4 Tips for Beginner Skiers and Snowboarders

It’s easy to identify a beginner skier or snowboarder on the slopes. You may look awkward carrying your skis from the bus to the chair lift because you haven’t quite figured out how to hold poles and skis while wearing thick mittens and walking over ice and pavement in the most uncomfortable plastic boots ever. You may walk on the snow dragging your board behind you attached to your knee by a rope. There is a large gap between your helmet and goggles and you don’t really know how the RFID ticket scanner works. Don’t worry – we’ve all been there. You don’t have to look like a newbie just because you are a beginner. Everyone has to learn somehow, so let us help you out. Here are our top tips for beginner skiers and snowboarders from a few local experts.

1. Seriously, Take a Lesson

Your more experienced friends might offer to show you around the slopes, but let’s be real—advanced skiers and snowboarders don’t enjoy standing around on the bunny slopes watching their friends struggle. You’ll be embarrassed trying to make pizza turns or the falling leaf while they stand by and laugh. The jokes are likely to last a lifetime. The quickest and most fun way to learn to ski or snowboard is in a lesson. Yes, it’ll cost you, and yes, it’ll be worth it. “You can spend so much time trying to learn by yourself,” says Debbie Nelson, a level 3 PSA Certified Ski Instructor and 40-year veteran of Mammoth Mountain Ski School. “Or you can skip ahead and take a lesson. Group lessons are wonderful, but private lessons will get you there even faster.”

2. Take it Easy in the Terrain Parks

You might want to ride the half pipe like local Olympian Kelly Clark, but since you are just learning that is probably not going to happen anytime soon. But that doesn’t mean you can’t ride the park and have some fun. Mammoth Mountain is home to the UNBOUND terrain parks, which offer seven parks designed for varying levels of ability. Before you drop into the 22-foot superpipe and hit the biggest jumps at Main Park, hone your skills at one of the parks designed for beginners. “Start slow and work your way up,” says Gabe Taylor, a professional snowboarder and marketing manager for UNBOUND. “We have playgrounds that are beginner terrain parks to help you get your board under you. I know a lot of pros that ride a few laps at the Wonderland Park to warm up and get their socks wet.”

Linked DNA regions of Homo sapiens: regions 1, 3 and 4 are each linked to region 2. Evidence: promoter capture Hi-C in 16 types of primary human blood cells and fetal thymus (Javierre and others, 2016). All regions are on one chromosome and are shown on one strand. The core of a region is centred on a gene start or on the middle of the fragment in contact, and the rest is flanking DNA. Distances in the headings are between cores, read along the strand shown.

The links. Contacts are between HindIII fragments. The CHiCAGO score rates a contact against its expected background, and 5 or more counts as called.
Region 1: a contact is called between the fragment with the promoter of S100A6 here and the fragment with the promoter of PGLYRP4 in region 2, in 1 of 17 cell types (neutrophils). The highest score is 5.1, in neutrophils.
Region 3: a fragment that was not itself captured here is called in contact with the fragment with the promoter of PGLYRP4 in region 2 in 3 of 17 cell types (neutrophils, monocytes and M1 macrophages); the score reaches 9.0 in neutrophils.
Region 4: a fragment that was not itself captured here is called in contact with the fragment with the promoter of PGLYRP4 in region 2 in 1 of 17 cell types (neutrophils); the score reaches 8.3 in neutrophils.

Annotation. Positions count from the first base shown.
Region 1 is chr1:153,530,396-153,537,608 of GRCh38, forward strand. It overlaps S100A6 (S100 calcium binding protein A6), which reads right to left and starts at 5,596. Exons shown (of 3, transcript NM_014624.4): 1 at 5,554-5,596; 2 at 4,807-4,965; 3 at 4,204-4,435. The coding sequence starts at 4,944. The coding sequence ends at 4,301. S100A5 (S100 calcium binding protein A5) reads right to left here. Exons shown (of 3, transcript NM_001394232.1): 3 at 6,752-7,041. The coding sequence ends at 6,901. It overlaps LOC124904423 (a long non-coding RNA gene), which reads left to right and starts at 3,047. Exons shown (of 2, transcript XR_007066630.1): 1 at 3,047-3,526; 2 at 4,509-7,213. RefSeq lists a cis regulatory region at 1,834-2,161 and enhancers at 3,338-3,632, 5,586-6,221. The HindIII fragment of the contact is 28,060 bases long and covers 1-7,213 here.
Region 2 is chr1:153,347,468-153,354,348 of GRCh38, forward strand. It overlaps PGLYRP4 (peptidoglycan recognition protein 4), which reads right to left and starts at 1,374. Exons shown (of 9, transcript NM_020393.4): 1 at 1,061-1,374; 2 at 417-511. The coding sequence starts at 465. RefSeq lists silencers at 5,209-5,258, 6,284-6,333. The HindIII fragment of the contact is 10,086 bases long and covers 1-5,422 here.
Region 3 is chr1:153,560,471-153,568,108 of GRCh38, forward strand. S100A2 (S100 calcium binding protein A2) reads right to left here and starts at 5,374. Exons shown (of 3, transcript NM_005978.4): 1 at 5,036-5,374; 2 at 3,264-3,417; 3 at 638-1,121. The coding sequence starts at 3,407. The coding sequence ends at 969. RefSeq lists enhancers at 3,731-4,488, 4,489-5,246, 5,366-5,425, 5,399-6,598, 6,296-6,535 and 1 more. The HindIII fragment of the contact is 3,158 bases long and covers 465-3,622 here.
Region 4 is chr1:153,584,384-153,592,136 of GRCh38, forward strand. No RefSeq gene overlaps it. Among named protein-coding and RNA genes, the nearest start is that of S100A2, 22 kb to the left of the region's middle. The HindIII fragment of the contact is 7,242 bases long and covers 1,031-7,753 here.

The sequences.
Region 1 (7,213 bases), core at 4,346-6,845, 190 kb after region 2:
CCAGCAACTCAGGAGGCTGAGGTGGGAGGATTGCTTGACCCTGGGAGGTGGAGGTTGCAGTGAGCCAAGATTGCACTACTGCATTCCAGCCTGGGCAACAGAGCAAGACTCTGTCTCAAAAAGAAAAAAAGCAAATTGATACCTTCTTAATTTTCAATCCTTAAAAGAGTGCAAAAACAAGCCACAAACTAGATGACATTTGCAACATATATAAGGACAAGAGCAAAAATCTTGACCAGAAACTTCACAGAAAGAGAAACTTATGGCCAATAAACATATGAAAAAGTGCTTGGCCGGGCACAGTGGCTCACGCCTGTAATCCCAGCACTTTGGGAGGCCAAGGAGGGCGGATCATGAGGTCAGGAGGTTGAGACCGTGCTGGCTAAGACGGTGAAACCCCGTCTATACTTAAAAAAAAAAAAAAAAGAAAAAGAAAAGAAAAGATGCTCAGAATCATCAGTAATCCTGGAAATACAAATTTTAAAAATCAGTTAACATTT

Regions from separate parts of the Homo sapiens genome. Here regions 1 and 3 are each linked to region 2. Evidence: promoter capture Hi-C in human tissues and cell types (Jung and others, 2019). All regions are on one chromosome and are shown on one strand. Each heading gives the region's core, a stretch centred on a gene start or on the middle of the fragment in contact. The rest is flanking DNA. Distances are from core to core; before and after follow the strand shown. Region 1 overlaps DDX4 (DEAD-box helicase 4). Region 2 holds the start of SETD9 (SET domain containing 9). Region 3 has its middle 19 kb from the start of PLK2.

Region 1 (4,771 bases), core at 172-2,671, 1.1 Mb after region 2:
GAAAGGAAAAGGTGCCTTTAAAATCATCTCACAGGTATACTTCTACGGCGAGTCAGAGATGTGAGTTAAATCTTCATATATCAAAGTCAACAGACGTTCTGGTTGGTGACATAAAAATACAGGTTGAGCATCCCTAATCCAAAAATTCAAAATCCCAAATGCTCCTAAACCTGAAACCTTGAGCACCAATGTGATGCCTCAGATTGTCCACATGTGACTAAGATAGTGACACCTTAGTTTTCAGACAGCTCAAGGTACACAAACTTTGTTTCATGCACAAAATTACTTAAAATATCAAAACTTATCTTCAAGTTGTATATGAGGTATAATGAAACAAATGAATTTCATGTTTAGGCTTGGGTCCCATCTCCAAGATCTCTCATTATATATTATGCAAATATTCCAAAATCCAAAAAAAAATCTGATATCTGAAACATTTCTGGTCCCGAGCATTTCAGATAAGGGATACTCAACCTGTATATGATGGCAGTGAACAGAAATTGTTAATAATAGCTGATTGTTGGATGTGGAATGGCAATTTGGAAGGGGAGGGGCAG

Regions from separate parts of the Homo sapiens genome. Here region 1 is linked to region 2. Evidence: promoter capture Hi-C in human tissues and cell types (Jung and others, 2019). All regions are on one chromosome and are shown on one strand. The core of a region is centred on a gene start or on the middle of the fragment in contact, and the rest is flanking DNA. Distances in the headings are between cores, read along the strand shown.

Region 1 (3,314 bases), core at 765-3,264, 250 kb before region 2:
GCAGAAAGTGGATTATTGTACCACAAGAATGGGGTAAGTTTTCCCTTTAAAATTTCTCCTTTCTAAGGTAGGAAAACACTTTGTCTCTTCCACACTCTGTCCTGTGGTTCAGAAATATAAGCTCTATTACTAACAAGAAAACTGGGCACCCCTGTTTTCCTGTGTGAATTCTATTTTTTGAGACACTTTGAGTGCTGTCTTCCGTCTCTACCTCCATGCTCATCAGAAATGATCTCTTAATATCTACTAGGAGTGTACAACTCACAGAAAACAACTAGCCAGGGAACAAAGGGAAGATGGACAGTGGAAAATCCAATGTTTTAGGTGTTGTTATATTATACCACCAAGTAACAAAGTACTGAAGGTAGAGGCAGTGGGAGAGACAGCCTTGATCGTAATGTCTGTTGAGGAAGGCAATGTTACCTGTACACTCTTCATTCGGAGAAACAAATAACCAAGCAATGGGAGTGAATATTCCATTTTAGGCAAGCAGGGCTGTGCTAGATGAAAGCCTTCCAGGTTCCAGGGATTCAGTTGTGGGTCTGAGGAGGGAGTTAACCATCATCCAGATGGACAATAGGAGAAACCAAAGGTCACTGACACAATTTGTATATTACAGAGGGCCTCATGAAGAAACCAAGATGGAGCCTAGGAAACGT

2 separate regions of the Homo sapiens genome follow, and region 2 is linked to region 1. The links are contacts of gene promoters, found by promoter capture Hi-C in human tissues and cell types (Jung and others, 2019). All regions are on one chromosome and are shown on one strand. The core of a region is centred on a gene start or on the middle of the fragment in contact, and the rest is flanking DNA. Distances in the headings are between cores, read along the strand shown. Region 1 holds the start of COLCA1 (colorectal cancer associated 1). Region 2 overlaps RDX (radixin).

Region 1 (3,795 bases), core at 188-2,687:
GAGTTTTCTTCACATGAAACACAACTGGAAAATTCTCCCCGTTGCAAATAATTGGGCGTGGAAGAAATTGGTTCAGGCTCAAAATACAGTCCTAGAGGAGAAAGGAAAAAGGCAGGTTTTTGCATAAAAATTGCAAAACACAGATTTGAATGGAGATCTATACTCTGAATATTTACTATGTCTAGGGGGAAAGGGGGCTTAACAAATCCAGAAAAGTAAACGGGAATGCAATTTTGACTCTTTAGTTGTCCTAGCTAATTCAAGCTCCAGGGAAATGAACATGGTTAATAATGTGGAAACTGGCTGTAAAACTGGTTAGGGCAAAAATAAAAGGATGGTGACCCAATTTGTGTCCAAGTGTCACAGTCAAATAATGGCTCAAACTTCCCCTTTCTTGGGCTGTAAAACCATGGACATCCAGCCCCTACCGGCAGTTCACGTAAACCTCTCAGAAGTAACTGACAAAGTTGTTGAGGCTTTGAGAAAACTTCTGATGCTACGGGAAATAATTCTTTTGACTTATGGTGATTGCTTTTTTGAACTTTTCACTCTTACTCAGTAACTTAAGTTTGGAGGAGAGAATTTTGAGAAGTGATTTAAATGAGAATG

3. Dress for Success

You don’t need the latest and greatest winter gear to learn how to ski or snowboard—layering is the key to dressing for a day on the slopes. Beginners tend to fall and that’s okay, but you’ll be happier if your outer clothing is waterproof and you have warmer layers underneath. Need help packing for your ski and snowboard trip? We’ve got you covered. Check out our winter weekend packing guide. Once you have all the right gear, make sure you are utilizing it to the best of its ability. Forget the sunglasses, and wear goggles (your eyes will thank you.) Keep your head warm and minimize the gap between your helmet and the top of the goggles. Secure your gloves with the wrist strap so you don’t drop them off the chair lift if you remove them for any reason. And don’t forget to wear sunscreen on exposed skin, unless you want to look like a raccoon.

4. Get Inspired. Soak up the Scenery

One of the best things about Mammoth Mountain is the scenery and the beginner chair lifts are no exception. According to Nelson, Discovery Chair at Main Lodge is exceptional not only for the beginner friendly gentle slope but also because of its proximity to the top of the mountain. “When you are on the chair and looking up at people skiing (advanced terrain) you get to experience how big the mountain is,” Nelson said. “You realize what a life long pursuit skiing can be and how you can grow as you get better.” And that’s unique to Mammoth. At most other ski resorts beginner lifts are at the base of the mountain and tucked in forested regions where the views are trees, trees, and more trees. Everything is higher here at Mammoth, even the beginners.

Monica Prelle

Monica Prelle is an outdoors, wine, and travel writer who would rather be running, climbing, or mountain biking. See more of Monica's posts here, read more of her work at monicaprelle.com and connect on twitter @monicaprelle

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